Our View: Sobering facts for a holiday weekend

New data released last week by the Kentucky Office of Highway Safety indicates alcohol-related crashes are still common, even in Clark County. 

There were more than 3,900 total collisions involving alcohol in Kentucky last year, resulting in more than 1,800 injuries and 121 fatalities, according to KOHS. During the Labor Day holiday weekend, there were 57 collisions involving alcohol, resulting in 22 injuries and three fatalities. 

There were 38 alcohol-related crashes in Clark County in 2017, including one fatal wreck, according to information released by KOHS. In addition to the one fatal wreck, there 14 alcohol-related wrecks that resulted in injuries to 18 people. All crashes listed included alcohol as a factor. Some may have listed alcohol and drugs as a factor. 

In surrounding counties, impaired driving accidents ranged from five in Estill County to 396 in Fayette County. 

As the Labor Day holiday approaches, many will send summer off with celebrations. Often those celebrations involve alcohol. We encourage our readers to drink responsibly and opt not to drive if you are impaired in any way. 

In Kentucky, a blood alcohol content of .08 percent or higher is illegal. However, Kentucky is a zero-tolerance state so a BAC of .02 percent or higher for anyone younger than 21 is illegal.

Not only is your BAC is affected by the amount of alcohol you’ve consumed and the rate at which it was consumed, but it’s also affected considering your weight, health and how much food is in your stomach,” according to the U.S. Department of Motor Vehicles. “Aside from alcohol, your driving can be impaired by prescription, over-the-counter and illegal drugs as well as inhalants such as glues, sprays and gasoline.”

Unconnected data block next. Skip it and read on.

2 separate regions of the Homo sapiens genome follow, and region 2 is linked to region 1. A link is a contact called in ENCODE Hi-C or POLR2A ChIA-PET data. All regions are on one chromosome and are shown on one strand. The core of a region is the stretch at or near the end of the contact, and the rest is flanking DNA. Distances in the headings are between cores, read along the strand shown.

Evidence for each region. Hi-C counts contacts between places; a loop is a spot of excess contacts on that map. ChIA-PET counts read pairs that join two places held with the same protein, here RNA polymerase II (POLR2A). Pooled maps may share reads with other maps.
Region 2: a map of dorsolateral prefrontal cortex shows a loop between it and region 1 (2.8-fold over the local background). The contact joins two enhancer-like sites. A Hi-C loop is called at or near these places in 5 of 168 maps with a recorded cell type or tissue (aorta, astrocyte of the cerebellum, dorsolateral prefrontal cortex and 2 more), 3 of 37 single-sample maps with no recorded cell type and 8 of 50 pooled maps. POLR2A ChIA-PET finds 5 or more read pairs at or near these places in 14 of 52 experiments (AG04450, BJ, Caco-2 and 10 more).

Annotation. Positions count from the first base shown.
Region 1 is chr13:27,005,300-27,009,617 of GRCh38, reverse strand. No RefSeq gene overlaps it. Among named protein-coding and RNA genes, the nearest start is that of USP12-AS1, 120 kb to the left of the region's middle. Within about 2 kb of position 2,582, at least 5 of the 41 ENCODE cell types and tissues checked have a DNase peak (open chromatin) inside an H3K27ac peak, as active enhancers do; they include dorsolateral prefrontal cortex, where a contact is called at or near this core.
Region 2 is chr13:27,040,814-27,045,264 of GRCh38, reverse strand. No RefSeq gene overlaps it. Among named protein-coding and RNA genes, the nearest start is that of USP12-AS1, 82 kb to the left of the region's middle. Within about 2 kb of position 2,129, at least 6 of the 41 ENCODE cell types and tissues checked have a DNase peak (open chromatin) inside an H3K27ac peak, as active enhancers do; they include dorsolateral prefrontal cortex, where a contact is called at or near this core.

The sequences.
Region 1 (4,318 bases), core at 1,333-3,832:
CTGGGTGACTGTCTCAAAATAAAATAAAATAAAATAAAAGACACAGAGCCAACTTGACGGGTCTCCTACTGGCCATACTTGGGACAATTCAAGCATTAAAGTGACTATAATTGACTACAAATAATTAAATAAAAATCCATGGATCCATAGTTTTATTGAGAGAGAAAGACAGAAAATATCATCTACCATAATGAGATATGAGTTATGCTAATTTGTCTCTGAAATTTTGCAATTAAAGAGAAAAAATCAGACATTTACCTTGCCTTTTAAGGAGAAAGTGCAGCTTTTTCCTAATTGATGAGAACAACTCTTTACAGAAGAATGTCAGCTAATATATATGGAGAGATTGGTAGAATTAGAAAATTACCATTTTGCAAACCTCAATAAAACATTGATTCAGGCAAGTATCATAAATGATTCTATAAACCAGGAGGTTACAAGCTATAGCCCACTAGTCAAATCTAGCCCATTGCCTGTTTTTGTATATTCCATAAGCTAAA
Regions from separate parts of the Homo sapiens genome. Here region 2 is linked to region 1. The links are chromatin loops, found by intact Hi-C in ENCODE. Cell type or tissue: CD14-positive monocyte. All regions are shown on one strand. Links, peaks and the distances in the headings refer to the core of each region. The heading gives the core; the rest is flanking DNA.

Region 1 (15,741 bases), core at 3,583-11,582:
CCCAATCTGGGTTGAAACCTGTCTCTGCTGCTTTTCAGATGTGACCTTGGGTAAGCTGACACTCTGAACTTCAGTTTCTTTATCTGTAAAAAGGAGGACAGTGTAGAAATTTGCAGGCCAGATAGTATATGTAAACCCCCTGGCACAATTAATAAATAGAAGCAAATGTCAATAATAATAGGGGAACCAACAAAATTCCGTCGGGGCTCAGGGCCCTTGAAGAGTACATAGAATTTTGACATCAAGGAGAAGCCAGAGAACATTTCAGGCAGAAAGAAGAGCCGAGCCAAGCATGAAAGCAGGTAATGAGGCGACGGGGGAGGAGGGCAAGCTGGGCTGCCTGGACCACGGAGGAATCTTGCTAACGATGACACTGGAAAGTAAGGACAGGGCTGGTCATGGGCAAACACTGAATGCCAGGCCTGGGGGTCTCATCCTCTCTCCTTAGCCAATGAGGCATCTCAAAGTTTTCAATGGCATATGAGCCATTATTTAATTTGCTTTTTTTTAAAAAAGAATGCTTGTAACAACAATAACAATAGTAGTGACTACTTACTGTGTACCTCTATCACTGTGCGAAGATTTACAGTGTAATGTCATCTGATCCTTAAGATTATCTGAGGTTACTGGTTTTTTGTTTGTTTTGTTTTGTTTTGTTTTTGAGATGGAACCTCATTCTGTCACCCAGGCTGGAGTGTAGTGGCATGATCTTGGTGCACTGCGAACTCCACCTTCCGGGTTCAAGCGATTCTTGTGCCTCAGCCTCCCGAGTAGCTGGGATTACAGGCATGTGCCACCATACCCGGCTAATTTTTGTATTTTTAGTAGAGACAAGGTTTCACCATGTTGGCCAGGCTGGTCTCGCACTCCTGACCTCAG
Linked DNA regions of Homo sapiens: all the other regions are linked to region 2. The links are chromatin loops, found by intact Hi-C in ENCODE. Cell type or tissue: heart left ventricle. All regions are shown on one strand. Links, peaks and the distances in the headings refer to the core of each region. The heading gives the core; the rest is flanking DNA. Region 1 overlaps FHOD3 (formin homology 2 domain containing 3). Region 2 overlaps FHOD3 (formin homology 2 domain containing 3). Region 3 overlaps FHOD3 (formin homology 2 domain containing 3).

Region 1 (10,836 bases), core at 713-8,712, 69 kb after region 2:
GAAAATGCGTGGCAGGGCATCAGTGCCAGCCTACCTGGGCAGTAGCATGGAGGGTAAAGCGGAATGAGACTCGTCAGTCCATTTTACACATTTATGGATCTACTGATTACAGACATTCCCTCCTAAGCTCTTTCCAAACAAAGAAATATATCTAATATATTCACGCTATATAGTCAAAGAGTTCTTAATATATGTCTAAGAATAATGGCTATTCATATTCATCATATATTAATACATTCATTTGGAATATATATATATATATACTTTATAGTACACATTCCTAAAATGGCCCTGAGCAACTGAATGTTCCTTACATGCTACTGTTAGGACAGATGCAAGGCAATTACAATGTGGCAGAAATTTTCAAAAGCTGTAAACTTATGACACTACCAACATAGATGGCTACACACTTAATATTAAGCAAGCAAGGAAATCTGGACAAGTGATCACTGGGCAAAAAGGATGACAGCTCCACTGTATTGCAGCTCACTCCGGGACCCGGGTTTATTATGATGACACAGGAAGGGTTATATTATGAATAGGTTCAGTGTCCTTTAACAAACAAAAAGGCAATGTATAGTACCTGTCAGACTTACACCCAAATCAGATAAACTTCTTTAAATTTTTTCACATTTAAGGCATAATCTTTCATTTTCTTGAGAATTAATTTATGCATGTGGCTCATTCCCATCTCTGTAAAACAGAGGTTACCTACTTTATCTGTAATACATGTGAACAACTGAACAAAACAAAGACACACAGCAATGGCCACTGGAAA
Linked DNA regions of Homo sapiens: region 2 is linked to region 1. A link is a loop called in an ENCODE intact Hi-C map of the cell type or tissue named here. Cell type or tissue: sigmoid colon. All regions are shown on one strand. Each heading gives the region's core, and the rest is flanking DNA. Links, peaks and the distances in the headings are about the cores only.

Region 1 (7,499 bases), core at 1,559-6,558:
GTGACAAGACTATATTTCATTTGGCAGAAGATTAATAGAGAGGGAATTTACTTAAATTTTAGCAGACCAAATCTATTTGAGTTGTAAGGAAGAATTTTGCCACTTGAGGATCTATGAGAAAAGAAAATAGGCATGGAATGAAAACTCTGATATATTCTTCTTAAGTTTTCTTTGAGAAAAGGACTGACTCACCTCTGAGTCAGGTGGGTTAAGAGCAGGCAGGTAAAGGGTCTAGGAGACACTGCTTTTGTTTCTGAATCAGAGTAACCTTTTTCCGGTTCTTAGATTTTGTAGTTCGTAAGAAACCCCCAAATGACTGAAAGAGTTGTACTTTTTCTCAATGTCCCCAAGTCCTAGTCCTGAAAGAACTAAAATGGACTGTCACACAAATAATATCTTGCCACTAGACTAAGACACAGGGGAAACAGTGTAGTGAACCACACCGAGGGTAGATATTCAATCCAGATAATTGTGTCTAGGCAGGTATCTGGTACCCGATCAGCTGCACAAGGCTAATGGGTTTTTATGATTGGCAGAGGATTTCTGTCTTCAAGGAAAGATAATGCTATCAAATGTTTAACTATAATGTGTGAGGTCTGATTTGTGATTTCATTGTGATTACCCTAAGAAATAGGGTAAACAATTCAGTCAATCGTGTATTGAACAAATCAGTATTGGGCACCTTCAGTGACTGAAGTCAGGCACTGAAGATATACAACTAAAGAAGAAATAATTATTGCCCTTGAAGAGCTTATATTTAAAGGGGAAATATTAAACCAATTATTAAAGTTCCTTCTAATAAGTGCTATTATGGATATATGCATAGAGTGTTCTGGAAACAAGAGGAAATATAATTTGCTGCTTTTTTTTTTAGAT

The penalties for even the first offense of driving under the influence can range from a license suspension of 30 to 120 days, jail time up to 30 days, fines of $200 to $500, mandatory alcohol or substance abuse treatment and community service. Second or more offenses can result in higher penalties, including an ignition interlock device on vehicles, which require the driver to submit to a breath test before starting the vehicle. 

Drinking and driving can be a costly and dangerous way to end a night of celebrating. Making a plan ahead of drinking is the best way to prevent accidents and fatal crashes because when you are intoxicated, your decision-making abilities are altered. Your judgment is as impaired as your ability to drive. 

The DMV suggests, establishing a designated sober driver before drinking begins, keeping the number for taxi services or using Lyft or Uber services, leaving car keys at home and understanding your limits. 

If you are sober, do not allow others to drive after drinking. Motorists and others are encouraged to report impaired drivers by calling the Kentucky State Police hotline at 800-222-5555.